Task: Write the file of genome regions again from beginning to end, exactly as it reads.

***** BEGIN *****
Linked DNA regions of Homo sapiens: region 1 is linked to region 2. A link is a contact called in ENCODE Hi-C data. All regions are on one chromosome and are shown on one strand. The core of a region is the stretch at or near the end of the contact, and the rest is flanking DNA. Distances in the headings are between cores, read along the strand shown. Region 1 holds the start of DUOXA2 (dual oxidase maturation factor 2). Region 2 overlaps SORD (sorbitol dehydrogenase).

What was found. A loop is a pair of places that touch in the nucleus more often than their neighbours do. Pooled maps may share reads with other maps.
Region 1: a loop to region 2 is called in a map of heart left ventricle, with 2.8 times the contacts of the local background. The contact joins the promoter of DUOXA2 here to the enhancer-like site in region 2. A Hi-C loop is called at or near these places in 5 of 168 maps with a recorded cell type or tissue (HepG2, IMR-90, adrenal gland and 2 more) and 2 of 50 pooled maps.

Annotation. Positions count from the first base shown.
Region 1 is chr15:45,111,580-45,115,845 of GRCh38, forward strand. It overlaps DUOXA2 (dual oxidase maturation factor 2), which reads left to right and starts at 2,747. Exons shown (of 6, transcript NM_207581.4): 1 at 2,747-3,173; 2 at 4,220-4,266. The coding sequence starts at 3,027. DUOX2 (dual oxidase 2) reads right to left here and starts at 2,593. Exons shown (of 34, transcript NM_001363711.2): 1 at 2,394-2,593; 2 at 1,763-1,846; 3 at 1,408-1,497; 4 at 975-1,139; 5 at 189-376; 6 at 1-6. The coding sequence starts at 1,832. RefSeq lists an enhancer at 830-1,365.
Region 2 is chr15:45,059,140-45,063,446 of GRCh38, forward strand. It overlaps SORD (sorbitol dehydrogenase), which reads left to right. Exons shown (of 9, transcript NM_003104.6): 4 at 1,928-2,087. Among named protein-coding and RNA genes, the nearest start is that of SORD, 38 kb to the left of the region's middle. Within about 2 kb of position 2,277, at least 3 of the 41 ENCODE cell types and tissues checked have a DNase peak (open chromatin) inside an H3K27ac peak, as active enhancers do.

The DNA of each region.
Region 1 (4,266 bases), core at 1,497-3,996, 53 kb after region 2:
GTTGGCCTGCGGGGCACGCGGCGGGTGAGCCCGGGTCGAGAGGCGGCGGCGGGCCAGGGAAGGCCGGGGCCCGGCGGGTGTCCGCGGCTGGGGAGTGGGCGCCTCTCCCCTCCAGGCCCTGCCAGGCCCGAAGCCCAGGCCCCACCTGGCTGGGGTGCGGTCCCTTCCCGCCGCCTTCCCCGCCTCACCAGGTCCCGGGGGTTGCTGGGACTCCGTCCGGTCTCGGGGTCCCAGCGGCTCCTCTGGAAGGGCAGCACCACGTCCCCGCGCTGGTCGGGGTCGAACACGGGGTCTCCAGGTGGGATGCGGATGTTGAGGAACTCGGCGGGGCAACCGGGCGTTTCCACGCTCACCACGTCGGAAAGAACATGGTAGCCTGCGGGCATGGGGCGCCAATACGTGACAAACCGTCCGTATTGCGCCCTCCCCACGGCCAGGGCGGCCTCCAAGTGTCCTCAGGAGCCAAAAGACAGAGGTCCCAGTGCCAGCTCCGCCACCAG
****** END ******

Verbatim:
Linked DNA regions of Homo sapiens: region 1 is linked to region 2. A link is a contact called in ENCODE Hi-C data. All regions are on one chromosome and are shown on one strand. The core of a region is the stretch at or near the end of the contact, and the rest is flanking DNA. Distances in the headings are between cores, read along the strand shown. Region 1 holds the start of DUOXA2 (dual oxidase maturation factor 2). Region 2 overlaps SORD (sorbitol dehydrogenase).

What was found. A loop is a pair of places that touch in the nucleus more often than their neighbours do. Pooled maps may share reads with other maps.
Region 1: a loop to region 2 is called in a map of heart left ventricle, with 2.8 times the contacts of the local background. The contact joins the promoter of DUOXA2 here to the enhancer-like site in region 2. A Hi-C loop is called at or near these places in 5 of 168 maps with a recorded cell type or tissue (HepG2, IMR-90, adrenal gland and 2 more) and 2 of 50 pooled maps.

Annotation. Positions count from the first base shown.
Region 1 is chr15:45,111,580-45,115,845 of GRCh38, forward strand. It overlaps DUOXA2 (dual oxidase maturation factor 2), which reads left to right and starts at 2,747. Exons shown (of 6, transcript NM_207581.4): 1 at 2,747-3,173; 2 at 4,220-4,266. The coding sequence starts at 3,027. DUOX2 (dual oxidase 2) reads right to left here and starts at 2,593. Exons shown (of 34, transcript NM_001363711.2): 1 at 2,394-2,593; 2 at 1,763-1,846; 3 at 1,408-1,497; 4 at 975-1,139; 5 at 189-376; 6 at 1-6. The coding sequence starts at 1,832. RefSeq lists an enhancer at 830-1,365.
Region 2 is chr15:45,059,140-45,063,446 of GRCh38, forward strand. It overlaps SORD (sorbitol dehydrogenase), which reads left to right. Exons shown (of 9, transcript NM_003104.6): 4 at 1,928-2,087. Among named protein-coding and RNA genes, the nearest start is that of SORD, 38 kb to the left of the region's middle. Within about 2 kb of position 2,277, at least 3 of the 41 ENCODE cell types and tissues checked have a DNase peak (open chromatin) inside an H3K27ac peak, as active enhancers do.

The DNA of each region.
Region 1 (4,266 bases), core at 1,497-3,996, 53 kb after region 2:
GTTGGCCTGCGGGGCACGCGGCGGGTGAGCCCGGGTCGAGAGGCGGCGGCGGGCCAGGGAAGGCCGGGGCCCGGCGGGTGTCCGCGGCTGGGGAGTGGGCGCCTCTCCCCTCCAGGCCCTGCCAGGCCCGAAGCCCAGGCCCCACCTGGCTGGGGTGCGGTCCCTTCCCGCCGCCTTCCCCGCCTCACCAGGTCCCGGGGGTTGCTGGGACTCCGTCCGGTCTCGGGGTCCCAGCGGCTCCTCTGGAAGGGCAGCACCACGTCCCCGCGCTGGTCGGGGTCGAACACGGGGTCTCCAGGTGGGATGCGGATGTTGAGGAACTCGGCGGGGCAACCGGGCGTTTCCACGCTCACCACGTCGGAAAGAACATGGTAGCCTGCGGGCATGGGGCGCCAATACGTGACAAACCGTCCGTATTGCGCCCTCCCCACGGCCAGGGCGGCCTCCAAGTGTCCTCAGGAGCCAAAAGACAGAGGTCCCAGTGCCAGCTCCGCCACCAG